In the near future, South Africa's crime problem has reached barely tolerable levels, in fact it's one of the most violent places in the world - or at least it was until they managed to take the rate straight down with the introduction of a new kind of law enforcement. These were robots created by a private company working in tandem with the police force, and they are so reliable that there’s barely any need for human officers to accompany them in anything other than a guidance capacity, what with their unerring accuracy, ability to follow any order, and impregnable titanium armour. But one of the company's chief inventors, Deon Wilson (Dev Patel) has some pioneering ideas of his own about a further step in robot development...
Of the two artificial intelligence movies released in 2015, Chappie was the one least taken seriously, for Ex Machina was a very sombre science fiction talk piece with a small cast and tastefully used special effects. In comparison, this was a splashy, sprawling, ridiculous take on the subject casting trashy rappers in two key roles, big stars in support, and the kid from Slumdog Millionaire as if he was a genuine draw for blockbusters, not to mention a grasp of technology that many of those watching would delight in taking down with a virtual rugby tackle for years to come. But given the choice, would you really prefer the dry and rarefied air of the Alex Garland movie, or was director Neill Blomkamp's vision a lot more exciting, purely because it was so giddy with its ideas?
They were both worthwhile efforts in their way, but Chappie had a certain audacity that Ex Machina only really embraced in its closing stages, and Blomkamp was more keen to explode with crazy notions in the service of the age old Frankenstein tale: many observed a connection plotwise between this and the sci-fi family movie of thirty years before, Short Circuit, which also concerned a childlike robot attaining consciousness. Chappie was harder edged, though sentimentality was not entirely alien to it, indeed it tended to wear its heart on its sleeve when it came to depicting the exploitation of its title machine, here played by Blomkamp's regular colleague Sharlto Copley, from the moment Deon uploads his soul into a damaged, soon to be rejected and crushed for scrap police robot.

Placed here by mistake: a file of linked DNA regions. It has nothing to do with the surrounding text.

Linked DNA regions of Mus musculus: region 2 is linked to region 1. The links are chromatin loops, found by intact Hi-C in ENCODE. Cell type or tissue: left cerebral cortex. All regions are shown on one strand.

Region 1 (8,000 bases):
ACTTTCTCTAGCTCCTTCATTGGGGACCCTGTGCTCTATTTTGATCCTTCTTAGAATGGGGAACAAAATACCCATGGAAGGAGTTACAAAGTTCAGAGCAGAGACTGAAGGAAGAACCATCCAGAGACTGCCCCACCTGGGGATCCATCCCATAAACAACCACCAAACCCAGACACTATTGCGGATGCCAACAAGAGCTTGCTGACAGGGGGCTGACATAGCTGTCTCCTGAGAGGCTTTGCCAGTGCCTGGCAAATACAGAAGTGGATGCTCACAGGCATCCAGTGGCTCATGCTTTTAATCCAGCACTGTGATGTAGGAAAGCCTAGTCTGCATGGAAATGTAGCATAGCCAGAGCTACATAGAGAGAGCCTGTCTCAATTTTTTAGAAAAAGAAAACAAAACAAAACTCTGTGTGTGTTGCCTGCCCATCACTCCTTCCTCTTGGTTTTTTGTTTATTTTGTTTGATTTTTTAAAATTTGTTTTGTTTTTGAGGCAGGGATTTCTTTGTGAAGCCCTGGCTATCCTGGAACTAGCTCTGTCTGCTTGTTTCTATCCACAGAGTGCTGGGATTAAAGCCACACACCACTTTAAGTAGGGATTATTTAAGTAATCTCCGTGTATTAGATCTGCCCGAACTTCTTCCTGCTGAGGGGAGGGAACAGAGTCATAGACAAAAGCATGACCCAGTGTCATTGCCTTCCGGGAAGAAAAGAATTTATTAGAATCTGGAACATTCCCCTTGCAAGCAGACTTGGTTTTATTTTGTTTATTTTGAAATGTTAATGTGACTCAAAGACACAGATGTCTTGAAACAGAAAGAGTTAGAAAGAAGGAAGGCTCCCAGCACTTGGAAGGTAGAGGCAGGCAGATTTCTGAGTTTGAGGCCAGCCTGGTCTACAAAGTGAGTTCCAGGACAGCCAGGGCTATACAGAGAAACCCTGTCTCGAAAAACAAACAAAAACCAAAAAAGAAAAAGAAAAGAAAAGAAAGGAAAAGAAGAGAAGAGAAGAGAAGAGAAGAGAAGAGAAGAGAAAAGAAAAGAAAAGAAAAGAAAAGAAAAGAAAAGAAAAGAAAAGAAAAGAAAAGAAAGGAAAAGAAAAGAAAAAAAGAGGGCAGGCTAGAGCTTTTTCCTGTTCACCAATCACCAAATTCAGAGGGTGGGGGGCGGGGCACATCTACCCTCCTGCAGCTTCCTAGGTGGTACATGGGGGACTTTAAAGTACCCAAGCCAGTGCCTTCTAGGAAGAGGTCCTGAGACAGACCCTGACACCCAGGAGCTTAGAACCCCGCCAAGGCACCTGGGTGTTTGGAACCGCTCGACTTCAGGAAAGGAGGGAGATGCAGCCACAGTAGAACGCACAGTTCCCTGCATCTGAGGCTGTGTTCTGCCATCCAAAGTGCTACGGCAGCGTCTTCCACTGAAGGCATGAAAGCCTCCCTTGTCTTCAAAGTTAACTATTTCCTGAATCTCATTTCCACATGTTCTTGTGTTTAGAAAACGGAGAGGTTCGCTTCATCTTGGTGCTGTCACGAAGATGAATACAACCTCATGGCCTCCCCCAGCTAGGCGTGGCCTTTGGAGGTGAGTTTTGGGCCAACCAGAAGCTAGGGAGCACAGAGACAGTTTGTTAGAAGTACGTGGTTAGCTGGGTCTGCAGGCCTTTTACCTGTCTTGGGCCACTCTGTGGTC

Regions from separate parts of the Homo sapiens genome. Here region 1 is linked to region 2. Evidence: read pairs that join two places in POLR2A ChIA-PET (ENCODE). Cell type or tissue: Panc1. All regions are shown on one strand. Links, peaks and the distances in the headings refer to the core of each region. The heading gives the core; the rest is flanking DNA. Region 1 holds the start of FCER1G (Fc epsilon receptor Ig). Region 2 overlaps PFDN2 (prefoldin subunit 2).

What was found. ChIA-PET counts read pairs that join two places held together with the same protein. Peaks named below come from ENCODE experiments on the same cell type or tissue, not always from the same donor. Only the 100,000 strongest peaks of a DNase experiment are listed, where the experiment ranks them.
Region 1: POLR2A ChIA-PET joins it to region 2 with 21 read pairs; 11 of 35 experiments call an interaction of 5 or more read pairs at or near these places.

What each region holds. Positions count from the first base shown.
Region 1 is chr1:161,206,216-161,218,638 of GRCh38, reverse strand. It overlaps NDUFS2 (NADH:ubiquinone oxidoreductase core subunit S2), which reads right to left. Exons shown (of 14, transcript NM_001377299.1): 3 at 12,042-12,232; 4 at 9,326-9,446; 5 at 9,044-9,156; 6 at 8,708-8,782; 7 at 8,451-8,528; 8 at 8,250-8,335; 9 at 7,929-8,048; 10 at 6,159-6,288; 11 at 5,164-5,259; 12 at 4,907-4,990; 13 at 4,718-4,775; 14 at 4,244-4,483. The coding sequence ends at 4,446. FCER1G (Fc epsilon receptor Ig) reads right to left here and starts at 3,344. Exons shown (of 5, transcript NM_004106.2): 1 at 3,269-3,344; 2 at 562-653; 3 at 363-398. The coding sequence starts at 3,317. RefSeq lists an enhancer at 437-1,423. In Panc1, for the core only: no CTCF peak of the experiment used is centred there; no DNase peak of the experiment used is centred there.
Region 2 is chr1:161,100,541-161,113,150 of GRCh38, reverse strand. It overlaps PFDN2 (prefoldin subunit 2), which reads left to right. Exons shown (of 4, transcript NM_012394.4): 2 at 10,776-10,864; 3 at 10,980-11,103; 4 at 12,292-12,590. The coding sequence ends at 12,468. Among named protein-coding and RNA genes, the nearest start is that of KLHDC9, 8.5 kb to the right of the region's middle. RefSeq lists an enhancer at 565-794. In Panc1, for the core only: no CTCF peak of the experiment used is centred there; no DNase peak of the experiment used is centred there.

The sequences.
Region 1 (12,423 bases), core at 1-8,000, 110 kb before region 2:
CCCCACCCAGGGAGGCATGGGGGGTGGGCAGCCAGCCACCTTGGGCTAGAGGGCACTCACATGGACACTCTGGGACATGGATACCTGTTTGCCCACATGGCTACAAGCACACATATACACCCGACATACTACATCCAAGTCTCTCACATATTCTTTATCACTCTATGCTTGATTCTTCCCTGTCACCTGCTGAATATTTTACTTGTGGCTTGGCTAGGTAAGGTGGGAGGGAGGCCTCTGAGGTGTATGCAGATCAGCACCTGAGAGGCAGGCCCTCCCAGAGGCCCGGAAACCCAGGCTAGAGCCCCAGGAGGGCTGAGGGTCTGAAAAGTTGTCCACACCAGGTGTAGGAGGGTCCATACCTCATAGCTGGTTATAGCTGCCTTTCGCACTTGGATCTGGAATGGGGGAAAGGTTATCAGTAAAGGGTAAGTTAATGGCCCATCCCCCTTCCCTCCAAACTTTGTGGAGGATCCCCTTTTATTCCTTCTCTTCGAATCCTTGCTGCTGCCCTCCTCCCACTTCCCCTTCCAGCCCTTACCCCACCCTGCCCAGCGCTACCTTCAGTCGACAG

There are complications in the shape of the gangsters trying to reassert their dominance, and three troublemakers who kidnap Deon with a view to turning Chappie to crime are those two rappers - Ninja and Yo-Landi Visser, the former of whom was the centre of rumours of obnoxious behaviour on the set - and their Mexican-American cohort (Jose Pablo Cantillo), who try to turn the machine to crime. But Deon has tried to instil a morality into it much as a benevolent God would to their creation, suggesting a sense of right and wrong is something we are born with and must be unlearned in order to behave with such selfishness that we become criminals, or at least make some innocent soul's life a misery. Were Blomkamp and his co-writer Terri Tatchell correct in their pop psychology? Whether they were or not, they were sticking with their theory, driving it home in scene after scene.
Talking of evildoers brings us to the big stars; the director was a big fan of the Alien series hence Sigourney Weaver shows up here as Deon's cold-hearted American boss, though her actions pale into significance compared to another employee, butch, musclebound scientist (are there such people?) Vincent Moore, played by Hugh Jackman even more Australian than he was in Australia (the movie). He has his own law enforcement machine, a sort of Ed-209 which is in storage because Deon's robots have been such a success, but he's not going to let that stop his baby and plots to implement what he sees as superior technology, mainly down to it being a relentless killer that blows stuff up real good. Throw in musings over how free will can just as easily allow you to turn to hate as it does love and whether that should be curbed (a touch Clockwork Orange, then) and you had a mishmash that in spite of the poor reception proved a readymade cult movie for those who wanted sci-fi aware of its origins but unafraid to take those to wilder locations. Music by Hans Zimmer.